The Function of Myth Create A Pathway Beyond Religion

The Function of Myth — Pathway Beyond Religion

The purpose of myth is to illustrate a principle using a story and imagery. Find out how to use the stories within religion to move beyond its boundaries.

What Myth does for you is to point (you) beyond the phenomenal field toward the transcendent. A mythic figure is like a compass, with one leg in the field of time and the other in the eternal. The image of a god may look like a human or animal form, but its reference is transcendent of that. ― Joseph Campbell

The Function of Myth

Does myth have a purpose in your life?  Most people would say they do not believe in myths, but if you ask those same people if they have religious beliefs, they will tell you yes.  Do you think these people misunderstood the first question, or is it they just don’t realize most religions have their basis in myths?

Religion is the belief in supernatural controlling powers.  The most popular religions involve belief in stories about a God or Gods, this requires belief in things without objective proof.

One man’s myth is another man’s religion. ― Joseph Campbell

The life stories of Buddha, Mohamed, and Jesus are examples of myths that have become religions.  If you read their stories, you will see a common thread about how these respected teachers condemn organized religion. Many influential teachers tell us to forge our own path and not to follow the large organized religions.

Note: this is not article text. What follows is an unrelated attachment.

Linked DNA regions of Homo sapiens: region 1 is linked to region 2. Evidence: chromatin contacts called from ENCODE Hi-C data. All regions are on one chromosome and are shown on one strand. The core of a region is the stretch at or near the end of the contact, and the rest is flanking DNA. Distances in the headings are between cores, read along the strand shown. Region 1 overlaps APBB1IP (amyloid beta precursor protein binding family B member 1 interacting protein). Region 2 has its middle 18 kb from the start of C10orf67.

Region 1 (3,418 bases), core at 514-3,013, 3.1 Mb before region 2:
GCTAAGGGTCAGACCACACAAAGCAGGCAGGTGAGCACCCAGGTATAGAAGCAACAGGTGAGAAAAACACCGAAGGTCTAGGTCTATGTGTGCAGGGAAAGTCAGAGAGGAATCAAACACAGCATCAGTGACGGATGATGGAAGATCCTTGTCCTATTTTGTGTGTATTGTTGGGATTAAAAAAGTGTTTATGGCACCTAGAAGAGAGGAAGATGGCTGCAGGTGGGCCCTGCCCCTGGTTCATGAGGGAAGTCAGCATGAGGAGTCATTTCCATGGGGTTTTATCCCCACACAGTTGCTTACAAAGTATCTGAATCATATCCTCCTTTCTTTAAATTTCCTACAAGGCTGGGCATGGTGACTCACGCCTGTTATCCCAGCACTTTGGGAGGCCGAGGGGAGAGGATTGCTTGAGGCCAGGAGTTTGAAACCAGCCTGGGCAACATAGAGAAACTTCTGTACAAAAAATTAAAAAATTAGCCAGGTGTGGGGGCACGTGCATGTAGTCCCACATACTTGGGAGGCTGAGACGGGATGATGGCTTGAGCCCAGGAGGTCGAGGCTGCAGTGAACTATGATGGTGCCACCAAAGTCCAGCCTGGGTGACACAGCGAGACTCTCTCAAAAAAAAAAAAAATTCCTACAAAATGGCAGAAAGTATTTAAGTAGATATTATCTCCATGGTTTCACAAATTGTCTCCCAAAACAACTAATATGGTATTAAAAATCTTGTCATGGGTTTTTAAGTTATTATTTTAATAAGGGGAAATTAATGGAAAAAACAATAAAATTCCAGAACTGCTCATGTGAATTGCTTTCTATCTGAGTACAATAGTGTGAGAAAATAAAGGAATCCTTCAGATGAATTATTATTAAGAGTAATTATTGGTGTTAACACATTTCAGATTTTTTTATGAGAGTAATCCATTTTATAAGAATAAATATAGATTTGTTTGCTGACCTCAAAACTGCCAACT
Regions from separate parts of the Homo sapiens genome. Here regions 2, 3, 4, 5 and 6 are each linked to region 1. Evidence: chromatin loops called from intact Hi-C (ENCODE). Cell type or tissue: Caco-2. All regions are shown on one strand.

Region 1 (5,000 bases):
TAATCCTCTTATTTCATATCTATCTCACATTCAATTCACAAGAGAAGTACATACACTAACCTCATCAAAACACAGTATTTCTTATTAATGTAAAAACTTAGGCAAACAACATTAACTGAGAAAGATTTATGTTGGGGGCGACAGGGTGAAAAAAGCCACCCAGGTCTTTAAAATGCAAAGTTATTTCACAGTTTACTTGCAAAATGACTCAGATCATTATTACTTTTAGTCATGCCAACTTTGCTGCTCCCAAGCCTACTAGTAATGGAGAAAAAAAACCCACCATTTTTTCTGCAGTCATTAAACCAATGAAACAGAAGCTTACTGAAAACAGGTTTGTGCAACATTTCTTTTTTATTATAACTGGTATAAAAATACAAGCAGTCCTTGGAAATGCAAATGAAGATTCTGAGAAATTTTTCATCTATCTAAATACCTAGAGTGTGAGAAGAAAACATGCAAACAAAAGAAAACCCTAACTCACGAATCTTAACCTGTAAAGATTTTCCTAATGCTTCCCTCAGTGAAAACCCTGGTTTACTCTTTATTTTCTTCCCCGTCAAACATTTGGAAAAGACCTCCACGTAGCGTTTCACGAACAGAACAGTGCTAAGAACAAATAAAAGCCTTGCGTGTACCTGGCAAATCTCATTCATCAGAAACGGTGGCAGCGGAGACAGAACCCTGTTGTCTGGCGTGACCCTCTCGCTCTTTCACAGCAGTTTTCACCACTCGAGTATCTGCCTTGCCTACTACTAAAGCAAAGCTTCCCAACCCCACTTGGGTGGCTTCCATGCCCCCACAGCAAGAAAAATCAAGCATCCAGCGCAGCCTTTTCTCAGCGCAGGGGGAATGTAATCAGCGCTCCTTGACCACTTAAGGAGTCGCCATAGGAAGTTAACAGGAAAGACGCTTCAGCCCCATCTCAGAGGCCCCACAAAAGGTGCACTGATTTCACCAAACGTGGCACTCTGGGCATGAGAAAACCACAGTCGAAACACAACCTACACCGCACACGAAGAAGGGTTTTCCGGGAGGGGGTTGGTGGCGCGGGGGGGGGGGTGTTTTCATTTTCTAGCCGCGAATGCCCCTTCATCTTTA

Jesus of the modern Bible was a Jewish scholar, he was not a Christian.  Although Jesus was a scholar of Judaism, he went into the wilderness alone to seek enlightenment.  He admonished all those who followed organized religion to leave it behind.

Many scholars don’t recognize Buddhism as a religion. Buddhism encourages its people to avoid self-indulgence but also self-denial. Buddha’s most important teachings, known as The Four Noble Truths; First, the truth of acknowledging that suffering is non discriminatory, the second relates to the causes of suffering.

The third truth is that our suffering will end.  The fourth noble truth is that there is a path that leads to the end of suffering, we just need to find it.  However, the way to do this not abundantly clear, these truths provide hope that suffering is an element of life, but it is temporary.